Could The Sahara Be Made Green

Some models that involve both vegetation and climate have suggested the hidden potential for far more extreme changcs in the climate of the Sahara than we have witnessed over the past century. These models have conccntratcd so far on just the western half of the Sahara desert. They tend to find that if you were to blanket the whole of the western Sahara desert in a leafy cover of grass or bushes, the climate of the region would be transformed. The low albedo, the greater roughness, the capturc of rainfall and its evaporation from leaves would result in monsoon rains that normally stay to the south of the desert coming farther north. According to these models, the rain made by all this vegetation would actually be enough to sustain the vegetation cover itself and the Sahara (at least, the western Sahara, and perhaps the whole Sahara) would vanish! It would be replaced by the sort of open cover of small bushes and scattered patches of grass that we see just along the northern and southern edges of the Sahara at present, something more like "semi-desert" than the desert of the present. The higher rainfall /ones to the south would also move farther north, bringing much moister climates to areas that are nowadays scrub and semi-desert. According to these models, then, the imaginary "green Sahara" and the present-day "brown Sahara" are both equally probable, equally stable in the present-day world and it is just by chance that we have one rather than the other. Some people have suggested that, given this possibility, we should set out to create a greener and more useful Sahara region for ourselves by progressively planting trees and other vegetation inwards from the edges of the desert.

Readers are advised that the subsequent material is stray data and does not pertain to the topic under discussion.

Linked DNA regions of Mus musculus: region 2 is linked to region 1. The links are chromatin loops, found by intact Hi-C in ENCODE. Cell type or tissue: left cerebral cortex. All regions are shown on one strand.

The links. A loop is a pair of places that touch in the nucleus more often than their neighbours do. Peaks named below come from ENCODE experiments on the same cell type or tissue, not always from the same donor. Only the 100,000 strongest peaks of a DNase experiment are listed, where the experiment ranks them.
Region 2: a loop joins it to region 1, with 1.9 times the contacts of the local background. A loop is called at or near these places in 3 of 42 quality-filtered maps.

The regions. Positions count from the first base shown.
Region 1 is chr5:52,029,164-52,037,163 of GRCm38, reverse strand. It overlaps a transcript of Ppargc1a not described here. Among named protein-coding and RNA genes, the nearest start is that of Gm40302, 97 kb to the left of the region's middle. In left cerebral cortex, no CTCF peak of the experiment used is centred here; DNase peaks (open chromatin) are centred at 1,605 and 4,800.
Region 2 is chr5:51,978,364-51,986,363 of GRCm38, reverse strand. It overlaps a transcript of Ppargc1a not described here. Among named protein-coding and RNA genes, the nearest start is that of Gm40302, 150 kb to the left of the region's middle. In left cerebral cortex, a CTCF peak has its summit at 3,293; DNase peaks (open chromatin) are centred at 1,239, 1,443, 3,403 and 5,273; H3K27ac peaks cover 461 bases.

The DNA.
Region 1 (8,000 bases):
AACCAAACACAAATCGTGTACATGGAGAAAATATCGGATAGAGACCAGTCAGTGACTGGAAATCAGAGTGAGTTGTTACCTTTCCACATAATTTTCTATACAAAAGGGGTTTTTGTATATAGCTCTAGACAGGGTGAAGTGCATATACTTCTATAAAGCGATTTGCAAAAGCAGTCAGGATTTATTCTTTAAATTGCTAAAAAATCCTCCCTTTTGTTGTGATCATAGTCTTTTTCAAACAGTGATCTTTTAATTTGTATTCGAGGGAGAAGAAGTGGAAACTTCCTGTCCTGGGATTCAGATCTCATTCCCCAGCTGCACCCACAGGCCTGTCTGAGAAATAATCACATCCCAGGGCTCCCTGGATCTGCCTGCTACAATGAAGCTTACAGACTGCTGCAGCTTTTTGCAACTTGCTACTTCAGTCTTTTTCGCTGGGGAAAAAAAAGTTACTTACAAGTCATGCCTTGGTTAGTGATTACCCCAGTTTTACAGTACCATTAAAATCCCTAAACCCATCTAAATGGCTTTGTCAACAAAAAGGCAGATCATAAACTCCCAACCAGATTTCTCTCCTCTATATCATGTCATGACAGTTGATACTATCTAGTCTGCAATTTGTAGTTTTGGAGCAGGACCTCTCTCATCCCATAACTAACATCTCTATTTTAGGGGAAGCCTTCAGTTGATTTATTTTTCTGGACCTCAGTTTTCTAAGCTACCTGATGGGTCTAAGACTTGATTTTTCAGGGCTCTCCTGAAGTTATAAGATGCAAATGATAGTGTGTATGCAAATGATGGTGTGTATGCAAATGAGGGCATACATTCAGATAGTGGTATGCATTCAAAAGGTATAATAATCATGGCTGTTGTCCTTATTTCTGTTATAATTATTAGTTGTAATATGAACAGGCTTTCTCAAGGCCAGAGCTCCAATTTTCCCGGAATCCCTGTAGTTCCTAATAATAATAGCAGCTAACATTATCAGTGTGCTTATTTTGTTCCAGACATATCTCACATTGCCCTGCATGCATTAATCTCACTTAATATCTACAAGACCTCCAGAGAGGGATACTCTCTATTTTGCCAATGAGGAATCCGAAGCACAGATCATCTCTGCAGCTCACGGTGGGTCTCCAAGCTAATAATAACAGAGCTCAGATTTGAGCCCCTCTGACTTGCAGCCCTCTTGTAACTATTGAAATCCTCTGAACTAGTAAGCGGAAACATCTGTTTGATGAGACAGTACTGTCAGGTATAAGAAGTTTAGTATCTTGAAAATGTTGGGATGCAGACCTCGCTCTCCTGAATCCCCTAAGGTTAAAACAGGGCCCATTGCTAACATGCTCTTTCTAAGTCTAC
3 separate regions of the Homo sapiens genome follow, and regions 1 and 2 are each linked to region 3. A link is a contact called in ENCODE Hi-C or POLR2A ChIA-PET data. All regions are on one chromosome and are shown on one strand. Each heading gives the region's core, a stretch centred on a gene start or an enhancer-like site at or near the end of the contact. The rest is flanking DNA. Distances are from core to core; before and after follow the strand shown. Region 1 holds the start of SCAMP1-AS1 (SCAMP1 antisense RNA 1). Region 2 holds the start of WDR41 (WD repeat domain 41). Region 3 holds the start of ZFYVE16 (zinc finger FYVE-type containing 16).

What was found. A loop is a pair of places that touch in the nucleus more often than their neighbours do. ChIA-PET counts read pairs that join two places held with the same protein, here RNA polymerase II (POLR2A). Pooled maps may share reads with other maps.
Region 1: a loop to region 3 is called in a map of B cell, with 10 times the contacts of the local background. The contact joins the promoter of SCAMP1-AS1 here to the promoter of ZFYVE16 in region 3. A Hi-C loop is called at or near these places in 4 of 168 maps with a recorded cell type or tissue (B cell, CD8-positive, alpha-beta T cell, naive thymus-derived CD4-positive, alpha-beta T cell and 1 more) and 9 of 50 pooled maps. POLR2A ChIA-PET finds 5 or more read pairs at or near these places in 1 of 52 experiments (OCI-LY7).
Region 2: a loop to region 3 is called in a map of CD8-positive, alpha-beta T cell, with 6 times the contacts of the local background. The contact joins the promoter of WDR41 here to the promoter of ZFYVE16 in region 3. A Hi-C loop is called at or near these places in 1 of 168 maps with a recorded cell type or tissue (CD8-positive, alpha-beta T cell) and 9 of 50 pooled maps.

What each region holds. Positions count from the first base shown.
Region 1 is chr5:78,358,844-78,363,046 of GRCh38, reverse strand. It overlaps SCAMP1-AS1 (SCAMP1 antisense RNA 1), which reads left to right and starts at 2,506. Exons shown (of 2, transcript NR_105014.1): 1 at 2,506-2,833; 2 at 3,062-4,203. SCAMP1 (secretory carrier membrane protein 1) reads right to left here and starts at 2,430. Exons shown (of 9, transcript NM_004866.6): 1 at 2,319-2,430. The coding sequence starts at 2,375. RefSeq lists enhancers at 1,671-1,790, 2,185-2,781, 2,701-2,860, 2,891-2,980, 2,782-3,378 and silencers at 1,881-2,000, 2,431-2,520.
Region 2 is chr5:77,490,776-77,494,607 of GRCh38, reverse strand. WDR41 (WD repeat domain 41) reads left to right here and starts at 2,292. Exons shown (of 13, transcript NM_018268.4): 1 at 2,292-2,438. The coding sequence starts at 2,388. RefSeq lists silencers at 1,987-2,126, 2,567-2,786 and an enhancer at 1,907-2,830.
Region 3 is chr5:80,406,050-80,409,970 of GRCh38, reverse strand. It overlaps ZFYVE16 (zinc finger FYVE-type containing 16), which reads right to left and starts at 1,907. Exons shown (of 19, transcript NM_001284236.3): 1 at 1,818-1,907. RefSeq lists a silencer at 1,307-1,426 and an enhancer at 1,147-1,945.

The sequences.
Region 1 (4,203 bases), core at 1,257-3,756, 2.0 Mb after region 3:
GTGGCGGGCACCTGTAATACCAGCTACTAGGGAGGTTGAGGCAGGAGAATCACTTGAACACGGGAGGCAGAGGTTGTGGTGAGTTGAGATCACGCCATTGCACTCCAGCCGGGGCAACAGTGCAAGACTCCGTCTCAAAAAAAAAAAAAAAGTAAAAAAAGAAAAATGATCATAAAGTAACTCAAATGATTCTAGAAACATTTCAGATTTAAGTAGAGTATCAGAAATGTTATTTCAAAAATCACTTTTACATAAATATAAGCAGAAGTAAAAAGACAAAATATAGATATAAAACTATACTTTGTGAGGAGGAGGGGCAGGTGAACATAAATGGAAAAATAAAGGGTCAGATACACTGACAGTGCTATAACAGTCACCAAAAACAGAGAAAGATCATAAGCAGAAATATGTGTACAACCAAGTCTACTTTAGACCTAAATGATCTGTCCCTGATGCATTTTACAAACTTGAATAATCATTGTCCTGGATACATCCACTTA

However, climate modeling is a complex business and different groups' models often come up with different conclusions from one another. Some models (e.g., one put together by Hans Renssen and colleagues) set up in slightly different ways suggest that the "green" Sahara is not actually a possibility in the present-day global climatc system: that even if we blanketed the whole desert in vegetation the feedbacks it set up would not manage to bring in the rains needed to keep the vegetation going. Given the uncertainties, any large-scale exercise in climate engineering that sets out to transform the Sahara through planting vegetation would risk becoming an expensive failure.

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